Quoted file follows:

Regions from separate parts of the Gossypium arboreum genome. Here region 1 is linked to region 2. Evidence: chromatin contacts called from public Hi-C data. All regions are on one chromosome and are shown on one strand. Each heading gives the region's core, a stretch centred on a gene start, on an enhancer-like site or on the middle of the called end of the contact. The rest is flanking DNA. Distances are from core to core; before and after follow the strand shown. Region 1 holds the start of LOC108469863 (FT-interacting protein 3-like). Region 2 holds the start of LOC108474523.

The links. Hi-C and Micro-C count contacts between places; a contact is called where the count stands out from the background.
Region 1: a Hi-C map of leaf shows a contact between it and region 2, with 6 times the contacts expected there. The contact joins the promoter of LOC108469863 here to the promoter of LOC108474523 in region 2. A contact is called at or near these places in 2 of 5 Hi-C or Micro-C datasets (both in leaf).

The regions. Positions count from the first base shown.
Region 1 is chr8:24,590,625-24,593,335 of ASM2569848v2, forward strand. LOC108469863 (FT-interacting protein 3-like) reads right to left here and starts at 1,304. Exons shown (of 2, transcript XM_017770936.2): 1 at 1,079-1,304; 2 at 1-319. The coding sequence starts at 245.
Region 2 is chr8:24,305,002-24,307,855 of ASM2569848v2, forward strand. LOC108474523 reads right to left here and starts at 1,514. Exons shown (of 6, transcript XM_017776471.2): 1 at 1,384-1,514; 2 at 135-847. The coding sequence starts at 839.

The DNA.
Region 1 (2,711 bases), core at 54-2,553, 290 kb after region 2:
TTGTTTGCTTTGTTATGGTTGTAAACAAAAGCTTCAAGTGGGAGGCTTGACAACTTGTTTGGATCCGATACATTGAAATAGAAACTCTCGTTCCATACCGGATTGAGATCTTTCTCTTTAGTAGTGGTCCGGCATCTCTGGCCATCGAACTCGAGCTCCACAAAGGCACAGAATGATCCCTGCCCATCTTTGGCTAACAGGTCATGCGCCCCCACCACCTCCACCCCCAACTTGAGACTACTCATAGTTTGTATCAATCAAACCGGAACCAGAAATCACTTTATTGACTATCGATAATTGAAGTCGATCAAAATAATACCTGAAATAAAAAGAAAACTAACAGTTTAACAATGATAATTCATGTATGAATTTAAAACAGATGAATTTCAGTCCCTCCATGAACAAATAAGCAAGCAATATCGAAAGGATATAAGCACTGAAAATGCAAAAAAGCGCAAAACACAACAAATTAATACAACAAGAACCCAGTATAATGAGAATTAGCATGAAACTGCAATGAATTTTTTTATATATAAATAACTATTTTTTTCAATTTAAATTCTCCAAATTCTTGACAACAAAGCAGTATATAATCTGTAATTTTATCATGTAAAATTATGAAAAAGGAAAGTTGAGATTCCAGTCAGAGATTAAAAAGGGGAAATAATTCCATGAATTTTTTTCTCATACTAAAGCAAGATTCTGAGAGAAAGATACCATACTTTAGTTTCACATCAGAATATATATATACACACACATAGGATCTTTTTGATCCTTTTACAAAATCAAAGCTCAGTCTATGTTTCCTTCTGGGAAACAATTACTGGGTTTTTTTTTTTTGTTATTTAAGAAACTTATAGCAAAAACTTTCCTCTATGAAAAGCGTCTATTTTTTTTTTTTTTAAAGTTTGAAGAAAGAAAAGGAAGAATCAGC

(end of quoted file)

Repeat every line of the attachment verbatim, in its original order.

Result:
Regions from separate parts of the Gossypium arboreum genome. Here region 1 is linked to region 2. Evidence: chromatin contacts called from public Hi-C data. All regions are on one chromosome and are shown on one strand. Each heading gives the region's core, a stretch centred on a gene start, on an enhancer-like site or on the middle of the called end of the contact. The rest is flanking DNA. Distances are from core to core; before and after follow the strand shown. Region 1 holds the start of LOC108469863 (FT-interacting protein 3-like). Region 2 holds the start of LOC108474523.

The links. Hi-C and Micro-C count contacts between places; a contact is called where the count stands out from the background.
Region 1: a Hi-C map of leaf shows a contact between it and region 2, with 6 times the contacts expected there. The contact joins the promoter of LOC108469863 here to the promoter of LOC108474523 in region 2. A contact is called at or near these places in 2 of 5 Hi-C or Micro-C datasets (both in leaf).

The regions. Positions count from the first base shown.
Region 1 is chr8:24,590,625-24,593,335 of ASM2569848v2, forward strand. LOC108469863 (FT-interacting protein 3-like) reads right to left here and starts at 1,304. Exons shown (of 2, transcript XM_017770936.2): 1 at 1,079-1,304; 2 at 1-319. The coding sequence starts at 245.
Region 2 is chr8:24,305,002-24,307,855 of ASM2569848v2, forward strand. LOC108474523 reads right to left here and starts at 1,514. Exons shown (of 6, transcript XM_017776471.2): 1 at 1,384-1,514; 2 at 135-847. The coding sequence starts at 839.

The DNA.
Region 1 (2,711 bases), core at 54-2,553, 290 kb after region 2:
TTGTTTGCTTTGTTATGGTTGTAAACAAAAGCTTCAAGTGGGAGGCTTGACAACTTGTTTGGATCCGATACATTGAAATAGAAACTCTCGTTCCATACCGGATTGAGATCTTTCTCTTTAGTAGTGGTCCGGCATCTCTGGCCATCGAACTCGAGCTCCACAAAGGCACAGAATGATCCCTGCCCATCTTTGGCTAACAGGTCATGCGCCCCCACCACCTCCACCCCCAACTTGAGACTACTCATAGTTTGTATCAATCAAACCGGAACCAGAAATCACTTTATTGACTATCGATAATTGAAGTCGATCAAAATAATACCTGAAATAAAAAGAAAACTAACAGTTTAACAATGATAATTCATGTATGAATTTAAAACAGATGAATTTCAGTCCCTCCATGAACAAATAAGCAAGCAATATCGAAAGGATATAAGCACTGAAAATGCAAAAAAGCGCAAAACACAACAAATTAATACAACAAGAACCCAGTATAATGAGAATTAGCATGAAACTGCAATGAATTTTTTTATATATAAATAACTATTTTTTTCAATTTAAATTCTCCAAATTCTTGACAACAAAGCAGTATATAATCTGTAATTTTATCATGTAAAATTATGAAAAAGGAAAGTTGAGATTCCAGTCAGAGATTAAAAAGGGGAAATAATTCCATGAATTTTTTTCTCATACTAAAGCAAGATTCTGAGAGAAAGATACCATACTTTAGTTTCACATCAGAATATATATATACACACACATAGGATCTTTTTGATCCTTTTACAAAATCAAAGCTCAGTCTATGTTTCCTTCTGGGAAACAATTACTGGGTTTTTTTTTTTTGTTATTTAAGAAACTTATAGCAAAAACTTTCCTCTATGAAAAGCGTCTATTTTTTTTTTTTTTAAAGTTTGAAGAAAGAAAAGGAAGAATCAGC